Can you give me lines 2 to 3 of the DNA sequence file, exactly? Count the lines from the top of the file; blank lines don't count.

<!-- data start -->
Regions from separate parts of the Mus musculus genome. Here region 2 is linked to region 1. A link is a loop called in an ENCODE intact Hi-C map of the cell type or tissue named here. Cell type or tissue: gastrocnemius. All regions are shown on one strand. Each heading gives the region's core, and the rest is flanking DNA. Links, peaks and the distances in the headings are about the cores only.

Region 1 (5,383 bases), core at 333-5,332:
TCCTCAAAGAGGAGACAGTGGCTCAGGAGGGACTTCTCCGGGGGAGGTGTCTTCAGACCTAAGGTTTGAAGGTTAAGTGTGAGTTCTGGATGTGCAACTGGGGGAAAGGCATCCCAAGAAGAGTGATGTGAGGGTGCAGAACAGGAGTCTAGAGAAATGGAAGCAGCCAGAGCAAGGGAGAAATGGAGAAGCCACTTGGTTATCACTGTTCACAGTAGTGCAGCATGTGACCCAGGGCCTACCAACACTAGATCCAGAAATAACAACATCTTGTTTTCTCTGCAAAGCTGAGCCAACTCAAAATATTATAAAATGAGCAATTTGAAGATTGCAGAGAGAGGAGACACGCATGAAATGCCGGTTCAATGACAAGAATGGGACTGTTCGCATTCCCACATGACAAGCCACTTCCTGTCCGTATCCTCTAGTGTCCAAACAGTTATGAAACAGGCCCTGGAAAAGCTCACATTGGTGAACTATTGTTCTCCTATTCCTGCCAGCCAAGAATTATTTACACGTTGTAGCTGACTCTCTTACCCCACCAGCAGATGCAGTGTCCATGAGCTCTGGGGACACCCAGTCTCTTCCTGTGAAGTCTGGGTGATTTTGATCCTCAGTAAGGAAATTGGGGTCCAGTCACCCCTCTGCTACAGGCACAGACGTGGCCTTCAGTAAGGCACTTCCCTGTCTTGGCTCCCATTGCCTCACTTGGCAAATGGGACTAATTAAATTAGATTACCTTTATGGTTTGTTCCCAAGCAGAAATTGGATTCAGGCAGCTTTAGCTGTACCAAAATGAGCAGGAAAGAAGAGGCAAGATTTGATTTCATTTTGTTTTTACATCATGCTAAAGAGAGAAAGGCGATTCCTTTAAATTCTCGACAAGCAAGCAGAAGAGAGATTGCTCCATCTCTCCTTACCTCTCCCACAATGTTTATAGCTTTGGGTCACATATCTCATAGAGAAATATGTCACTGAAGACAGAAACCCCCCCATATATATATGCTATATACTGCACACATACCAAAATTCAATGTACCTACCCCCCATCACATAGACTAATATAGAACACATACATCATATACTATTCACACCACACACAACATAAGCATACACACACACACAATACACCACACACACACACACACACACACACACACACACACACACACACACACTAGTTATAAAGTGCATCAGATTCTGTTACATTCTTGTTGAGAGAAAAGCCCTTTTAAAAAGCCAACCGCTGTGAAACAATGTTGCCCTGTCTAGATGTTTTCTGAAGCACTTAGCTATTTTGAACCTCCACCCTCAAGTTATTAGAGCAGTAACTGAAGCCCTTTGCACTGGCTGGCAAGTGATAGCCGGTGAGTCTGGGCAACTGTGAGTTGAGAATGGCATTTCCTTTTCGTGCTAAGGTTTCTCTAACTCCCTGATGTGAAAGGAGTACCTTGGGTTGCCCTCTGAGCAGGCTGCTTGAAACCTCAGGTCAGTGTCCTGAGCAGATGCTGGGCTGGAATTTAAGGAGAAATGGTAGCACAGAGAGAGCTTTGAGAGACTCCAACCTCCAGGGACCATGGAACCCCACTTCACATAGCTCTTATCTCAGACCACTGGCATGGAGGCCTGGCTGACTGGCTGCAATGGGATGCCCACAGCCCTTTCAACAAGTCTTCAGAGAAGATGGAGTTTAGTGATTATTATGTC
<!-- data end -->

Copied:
Region 1 (5,383 bases), core at 333-5,332:
TCCTCAAAGAGGAGACAGTGGCTCAGGAGGGACTTCTCCGGGGGAGGTGTCTTCAGACCTAAGGTTTGAAGGTTAAGTGTGAGTTCTGGATGTGCAACTGGGGGAAAGGCATCCCAAGAAGAGTGATGTGAGGGTGCAGAACAGGAGTCTAGAGAAATGGAAGCAGCCAGAGCAAGGGAGAAATGGAGAAGCCACTTGGTTATCACTGTTCACAGTAGTGCAGCATGTGACCCAGGGCCTACCAACACTAGATCCAGAAATAACAACATCTTGTTTTCTCTGCAAAGCTGAGCCAACTCAAAATATTATAAAATGAGCAATTTGAAGATTGCAGAGAGAGGAGACACGCATGAAATGCCGGTTCAATGACAAGAATGGGACTGTTCGCATTCCCACATGACAAGCCACTTCCTGTCCGTATCCTCTAGTGTCCAAACAGTTATGAAACAGGCCCTGGAAAAGCTCACATTGGTGAACTATTGTTCTCCTATTCCTGCCAGCCAAGAATTATTTACACGTTGTAGCTGACTCTCTTACCCCACCAGCAGATGCAGTGTCCATGAGCTCTGGGGACACCCAGTCTCTTCCTGTGAAGTCTGGGTGATTTTGATCCTCAGTAAGGAAATTGGGGTCCAGTCACCCCTCTGCTACAGGCACAGACGTGGCCTTCAGTAAGGCACTTCCCTGTCTTGGCTCCCATTGCCTCACTTGGCAAATGGGACTAATTAAATTAGATTACCTTTATGGTTTGTTCCCAAGCAGAAATTGGATTCAGGCAGCTTTAGCTGTACCAAAATGAGCAGGAAAGAAGAGGCAAGATTTGATTTCATTTTGTTTTTACATCATGCTAAAGAGAGAAAGGCGATTCCTTTAAATTCTCGACAAGCAAGCAGAAGAGAGATTGCTCCATCTCTCCTTACCTCTCCCACAATGTTTATAGCTTTGGGTCACATATCTCATAGAGAAATATGTCACTGAAGACAGAAACCCCCCCATATATATATGCTATATACTGCACACATACCAAAATTCAATGTACCTACCCCCCATCACATAGACTAATATAGAACACATACATCATATACTATTCACACCACACACAACATAAGCATACACACACACACAATACACCACACACACACACACACACACACACACACACACACACACACACACACTAGTTATAAAGTGCATCAGATTCTGTTACATTCTTGTTGAGAGAAAAGCCCTTTTAAAAAGCCAACCGCTGTGAAACAATGTTGCCCTGTCTAGATGTTTTCTGAAGCACTTAGCTATTTTGAACCTCCACCCTCAAGTTATTAGAGCAGTAACTGAAGCCCTTTGCACTGGCTGGCAAGTGATAGCCGGTGAGTCTGGGCAACTGTGAGTTGAGAATGGCATTTCCTTTTCGTGCTAAGGTTTCTCTAACTCCCTGATGTGAAAGGAGTACCTTGGGTTGCCCTCTGAGCAGGCTGCTTGAAACCTCAGGTCAGTGTCCTGAGCAGATGCTGGGCTGGAATTTAAGGAGAAATGGTAGCACAGAGAGAGCTTTGAGAGACTCCAACCTCCAGGGACCATGGAACCCCACTTCACATAGCTCTTATCTCAGACCACTGGCATGGAGGCCTGGCTGACTGGCTGCAATGGGATGCCCACAGCCCTTTCAACAAGTCTTCAGAGAAGATGGAGTTTAGTGATTATTATGTC